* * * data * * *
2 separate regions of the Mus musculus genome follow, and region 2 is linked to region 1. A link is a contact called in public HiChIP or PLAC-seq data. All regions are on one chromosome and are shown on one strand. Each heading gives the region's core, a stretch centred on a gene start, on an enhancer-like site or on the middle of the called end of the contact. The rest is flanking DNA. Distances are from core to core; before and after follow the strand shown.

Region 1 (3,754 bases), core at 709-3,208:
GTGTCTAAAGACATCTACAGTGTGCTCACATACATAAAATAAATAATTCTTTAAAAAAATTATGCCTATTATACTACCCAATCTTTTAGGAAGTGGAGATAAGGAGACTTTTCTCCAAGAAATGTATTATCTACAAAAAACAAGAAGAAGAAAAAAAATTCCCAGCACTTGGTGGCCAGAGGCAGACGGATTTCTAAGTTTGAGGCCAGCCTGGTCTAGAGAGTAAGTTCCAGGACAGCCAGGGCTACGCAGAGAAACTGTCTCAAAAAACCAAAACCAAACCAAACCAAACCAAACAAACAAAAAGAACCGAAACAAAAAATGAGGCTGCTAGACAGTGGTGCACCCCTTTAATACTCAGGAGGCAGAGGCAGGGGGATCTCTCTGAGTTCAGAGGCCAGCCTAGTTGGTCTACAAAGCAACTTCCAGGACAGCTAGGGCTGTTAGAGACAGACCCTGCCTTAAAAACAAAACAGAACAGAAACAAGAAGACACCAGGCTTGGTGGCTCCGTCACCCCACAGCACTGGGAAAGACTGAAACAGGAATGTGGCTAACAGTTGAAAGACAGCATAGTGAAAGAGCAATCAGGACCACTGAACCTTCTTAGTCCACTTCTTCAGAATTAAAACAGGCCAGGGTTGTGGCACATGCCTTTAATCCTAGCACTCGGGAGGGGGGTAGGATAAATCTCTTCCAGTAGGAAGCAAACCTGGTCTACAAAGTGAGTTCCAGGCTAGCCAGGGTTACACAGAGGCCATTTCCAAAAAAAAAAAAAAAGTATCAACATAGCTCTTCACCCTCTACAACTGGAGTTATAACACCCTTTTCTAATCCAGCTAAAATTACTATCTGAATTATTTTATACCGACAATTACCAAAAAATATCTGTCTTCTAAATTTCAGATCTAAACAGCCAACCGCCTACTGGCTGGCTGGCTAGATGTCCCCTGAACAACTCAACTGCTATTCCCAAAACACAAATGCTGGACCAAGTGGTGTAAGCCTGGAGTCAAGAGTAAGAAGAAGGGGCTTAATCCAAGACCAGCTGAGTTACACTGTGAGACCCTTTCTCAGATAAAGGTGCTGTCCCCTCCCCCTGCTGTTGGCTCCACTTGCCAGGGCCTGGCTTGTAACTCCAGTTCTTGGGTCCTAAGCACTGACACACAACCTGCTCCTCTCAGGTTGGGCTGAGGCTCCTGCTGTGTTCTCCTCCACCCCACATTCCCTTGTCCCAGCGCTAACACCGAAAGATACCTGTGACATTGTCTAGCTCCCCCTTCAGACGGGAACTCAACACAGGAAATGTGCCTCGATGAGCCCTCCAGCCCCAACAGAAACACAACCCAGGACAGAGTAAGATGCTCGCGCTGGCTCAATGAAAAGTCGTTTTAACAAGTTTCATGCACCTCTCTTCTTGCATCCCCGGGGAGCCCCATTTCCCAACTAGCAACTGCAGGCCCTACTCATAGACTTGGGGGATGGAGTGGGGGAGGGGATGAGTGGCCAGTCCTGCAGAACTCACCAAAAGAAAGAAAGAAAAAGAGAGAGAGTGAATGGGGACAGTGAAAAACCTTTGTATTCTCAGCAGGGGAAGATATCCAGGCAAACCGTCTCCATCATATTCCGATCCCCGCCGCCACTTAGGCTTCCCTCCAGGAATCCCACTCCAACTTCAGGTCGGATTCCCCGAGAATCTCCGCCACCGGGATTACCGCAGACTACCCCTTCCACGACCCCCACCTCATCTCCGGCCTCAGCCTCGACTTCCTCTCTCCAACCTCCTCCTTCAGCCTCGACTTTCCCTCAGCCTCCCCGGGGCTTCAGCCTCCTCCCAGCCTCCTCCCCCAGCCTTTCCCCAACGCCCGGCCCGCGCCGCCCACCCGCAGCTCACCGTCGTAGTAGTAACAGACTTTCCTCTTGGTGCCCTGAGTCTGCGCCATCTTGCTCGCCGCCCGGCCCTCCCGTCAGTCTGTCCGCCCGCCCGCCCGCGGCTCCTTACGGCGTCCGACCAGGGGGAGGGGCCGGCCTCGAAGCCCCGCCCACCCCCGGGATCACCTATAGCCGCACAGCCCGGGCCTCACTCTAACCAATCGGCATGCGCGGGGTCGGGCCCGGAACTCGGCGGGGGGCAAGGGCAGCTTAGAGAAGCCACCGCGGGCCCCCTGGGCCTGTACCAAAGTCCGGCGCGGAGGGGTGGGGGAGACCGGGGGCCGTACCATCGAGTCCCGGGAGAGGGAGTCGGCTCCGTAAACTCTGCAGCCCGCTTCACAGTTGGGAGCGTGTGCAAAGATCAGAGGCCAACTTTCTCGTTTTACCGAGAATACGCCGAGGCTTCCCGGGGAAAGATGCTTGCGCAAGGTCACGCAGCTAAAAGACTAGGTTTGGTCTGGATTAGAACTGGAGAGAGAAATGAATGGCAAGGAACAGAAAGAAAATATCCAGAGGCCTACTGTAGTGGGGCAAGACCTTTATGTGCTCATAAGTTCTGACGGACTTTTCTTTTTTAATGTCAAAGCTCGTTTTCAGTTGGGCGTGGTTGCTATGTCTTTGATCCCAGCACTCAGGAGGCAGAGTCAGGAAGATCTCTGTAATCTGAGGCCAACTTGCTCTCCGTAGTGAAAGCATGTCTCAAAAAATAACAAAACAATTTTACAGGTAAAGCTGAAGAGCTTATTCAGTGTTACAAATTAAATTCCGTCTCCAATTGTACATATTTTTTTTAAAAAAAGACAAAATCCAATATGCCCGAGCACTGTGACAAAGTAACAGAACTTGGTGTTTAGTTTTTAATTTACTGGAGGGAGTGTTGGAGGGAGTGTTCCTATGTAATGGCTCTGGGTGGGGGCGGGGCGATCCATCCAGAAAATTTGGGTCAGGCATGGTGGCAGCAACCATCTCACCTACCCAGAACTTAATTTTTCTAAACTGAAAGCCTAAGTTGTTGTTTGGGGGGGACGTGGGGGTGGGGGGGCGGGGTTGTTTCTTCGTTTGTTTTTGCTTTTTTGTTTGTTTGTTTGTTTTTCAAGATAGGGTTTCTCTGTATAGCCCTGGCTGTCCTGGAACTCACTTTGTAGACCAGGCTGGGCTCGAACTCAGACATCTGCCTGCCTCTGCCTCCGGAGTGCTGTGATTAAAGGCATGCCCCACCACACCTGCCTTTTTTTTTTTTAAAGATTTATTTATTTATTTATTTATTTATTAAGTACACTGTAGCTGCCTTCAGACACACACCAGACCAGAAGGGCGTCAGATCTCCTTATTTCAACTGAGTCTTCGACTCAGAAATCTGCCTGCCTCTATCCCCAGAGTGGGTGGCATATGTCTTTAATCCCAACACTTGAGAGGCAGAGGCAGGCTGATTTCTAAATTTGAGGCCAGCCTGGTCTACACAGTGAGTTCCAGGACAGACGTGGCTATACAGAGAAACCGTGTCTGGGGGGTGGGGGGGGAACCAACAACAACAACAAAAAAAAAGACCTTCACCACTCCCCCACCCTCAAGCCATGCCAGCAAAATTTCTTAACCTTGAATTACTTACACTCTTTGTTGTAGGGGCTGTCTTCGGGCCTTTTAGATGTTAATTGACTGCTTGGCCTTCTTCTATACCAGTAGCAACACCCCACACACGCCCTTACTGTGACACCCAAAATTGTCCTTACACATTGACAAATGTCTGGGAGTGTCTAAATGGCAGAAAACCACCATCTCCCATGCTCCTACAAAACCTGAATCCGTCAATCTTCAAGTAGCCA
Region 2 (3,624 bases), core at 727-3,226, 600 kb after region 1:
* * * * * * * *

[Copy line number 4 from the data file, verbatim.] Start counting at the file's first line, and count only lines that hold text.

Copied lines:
Region 2 (3,624 bases), core at 727-3,226, 600 kb after region 1: